When considering these alternatives, use the same rules that apply to your stock market investments:

  • Stay diversified. Over-investing in one alternative asset category could damage your entire portfolio if things go sideways.
  • Don’t be a lemming.  Following the “hot trend” can lead to diminished returns and increased risk, especially if you are tempted in over-invest.
  • Check your emotion. Some alternative investments, including real estate and collectibles, can play on your personal wants, desires and tastes.  Remember: You are buying that house, wine or comic book for one reason, and one reason only:  Make. Money.

Alternative #1: Real estate – This is the first non-stock investment many people consider.  During the pre-2008 go-go years of easy mortgages, it seemed everyone but you was flipping houses or owned three rental properties.  It is still possible to generate a nice return on residential real estate, but there are considerable risks, too.  If you get stuck holding a house for several months that you had planned to quickly flip, the carrying costs could devour a huge portion of your profits.  One terrible tenant in a rental property can do the same thing.

Anyone considering real estate as an investment should do a ton of research and develop some decent expertise before signing a mortgage.  An alternative is to hire professionals to help select, fix-up and/or manage your properties.  That expertise doesn’t come cheap and needs to be factored into your business plan.

Related: Have Some Street Sense When Deciding Whether To Sell Or Rent Out Your House

Alternative #2: Precious metals -- Many people like to hold physical assets.  Gold and silver are the most popular to own because of their universal value and easy of storage.  Well, that and the relentless cable TV advertising that makes it sound like we’re on the verge of an economic collapse that will lead to a “Walking Dead” type world where gold is king.

You can acquire gold or silver as ingots, coins or jewelry and toss it your safety deposit box.  Yes, precious metals do store value nicely, but they really aren’t a great way to grow wealth, and there really isn’t an efficient market for liquidating such holdings. What’s more, when you buy an ingot from that guy on TV, or a gold necklace, you are paying retail and paying for more than just the value of the metal.

Related: Treat Yo Self With Appreciating Assets

Alternative #3: Collectibles – Wine, art, vintage cars, historic memorabilia, comic books.  These are just a few of the collectible assets that have shown reliable growth over the years.  Success in this area requires deep knowledge of the category to choose wisely and avoid getting scammed. You also need significant money to play meaningfully in this arena.  Investing in two or three bottles of wine is like buying just a handful of Apple share.  Nice, but probably not life changing.  And, again, you must keep the emotion out of these investments.  You may not be a Donald Duck fan, but one of his comics is up 16% in value year-to-year.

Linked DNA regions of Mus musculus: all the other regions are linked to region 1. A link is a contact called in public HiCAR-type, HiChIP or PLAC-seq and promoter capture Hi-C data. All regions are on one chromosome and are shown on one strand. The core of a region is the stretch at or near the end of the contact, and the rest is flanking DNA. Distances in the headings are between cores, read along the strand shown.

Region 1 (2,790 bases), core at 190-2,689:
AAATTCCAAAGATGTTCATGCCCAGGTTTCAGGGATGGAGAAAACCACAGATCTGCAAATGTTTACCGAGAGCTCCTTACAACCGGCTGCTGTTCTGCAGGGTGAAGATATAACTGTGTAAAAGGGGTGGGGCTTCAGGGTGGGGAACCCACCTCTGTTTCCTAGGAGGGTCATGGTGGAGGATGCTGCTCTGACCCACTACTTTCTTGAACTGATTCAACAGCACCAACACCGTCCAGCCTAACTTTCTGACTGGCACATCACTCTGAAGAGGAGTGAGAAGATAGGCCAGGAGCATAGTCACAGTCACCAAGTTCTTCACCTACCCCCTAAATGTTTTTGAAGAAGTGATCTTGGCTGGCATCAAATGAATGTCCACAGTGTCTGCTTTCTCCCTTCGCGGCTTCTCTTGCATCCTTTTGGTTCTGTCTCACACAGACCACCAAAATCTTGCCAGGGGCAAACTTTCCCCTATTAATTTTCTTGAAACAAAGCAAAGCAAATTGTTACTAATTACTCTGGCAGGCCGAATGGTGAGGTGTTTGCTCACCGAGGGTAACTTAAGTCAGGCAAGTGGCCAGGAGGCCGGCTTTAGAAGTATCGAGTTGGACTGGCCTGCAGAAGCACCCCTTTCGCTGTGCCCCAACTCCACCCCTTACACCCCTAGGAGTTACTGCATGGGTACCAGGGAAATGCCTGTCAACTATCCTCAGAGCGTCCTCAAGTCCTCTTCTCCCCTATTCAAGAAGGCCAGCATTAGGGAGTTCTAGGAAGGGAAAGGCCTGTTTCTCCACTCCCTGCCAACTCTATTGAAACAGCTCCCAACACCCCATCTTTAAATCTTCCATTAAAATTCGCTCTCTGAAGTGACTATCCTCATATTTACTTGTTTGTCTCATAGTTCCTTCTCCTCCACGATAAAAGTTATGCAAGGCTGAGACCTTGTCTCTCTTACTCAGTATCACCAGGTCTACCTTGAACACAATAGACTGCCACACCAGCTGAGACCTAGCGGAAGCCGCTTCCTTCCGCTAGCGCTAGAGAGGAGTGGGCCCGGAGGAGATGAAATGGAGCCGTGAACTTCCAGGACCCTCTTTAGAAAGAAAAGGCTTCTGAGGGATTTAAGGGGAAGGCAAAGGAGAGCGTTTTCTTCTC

Related: [PODCAST] What The Finance Is Up With Investing In Wine!?

Alternative #4: Peer-to-peer lending -- Online companies like Lending Club and Prosper can match you with businesses and individuals looking for loans.  An Atlanta company called Groundfloor allows small investors access to private real estate deals.  If all goes well, you get a higher return than you’d earn from, say, a money market account, and the borrower gets a lower rate than a bank would charge.

Be careful with this category.  Remember that many candidates are seeking P2P lending because they couldn’t qualify for traditional financing.  Dig deep before you write a check.

Bonus: Treasury bonds – Since you have read this far, you deserve a bonus alternative. This low-risk alternative investment sits at the opposite end of the spectrum from investing in Ferraris, or lending $10K to three college kids who are developing an app that will allow pizza places to bid for you next order.  Treasury bonds don’t pay much interest, currently about 2.5%, but they carry nearly zero risk.

All of these investments can add value and diversity to your portfolio.  But as I noted up top, the plain ol’ vanilla stock market generates wealth like a boss.  Make sure you’re taking full advantage of the market – by, for example, maxing your 401k contribution -- before getting too deep into other investments.

Related: 7 Smart Ways To Get Started Investing

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Disclosure: The information is provided to you as a resource for educational purposes only. Nothing herein should be considered investment, legal, or tax advice. Investing involves risk, including the possible loss of principal. Past performance is not indicative of future results when considering any investment vehicle. This information is being presented without consideration of the investment objectives, risk tolerance, or financial circumstances of any specific investor and might not be suitable for all investors. It is not intended to, and should not, form a primary basis for any investment decision that you may make. Always consult your own legal, tax, or investment advisor before making any investment/tax/estate/financial planning considerations or decisions.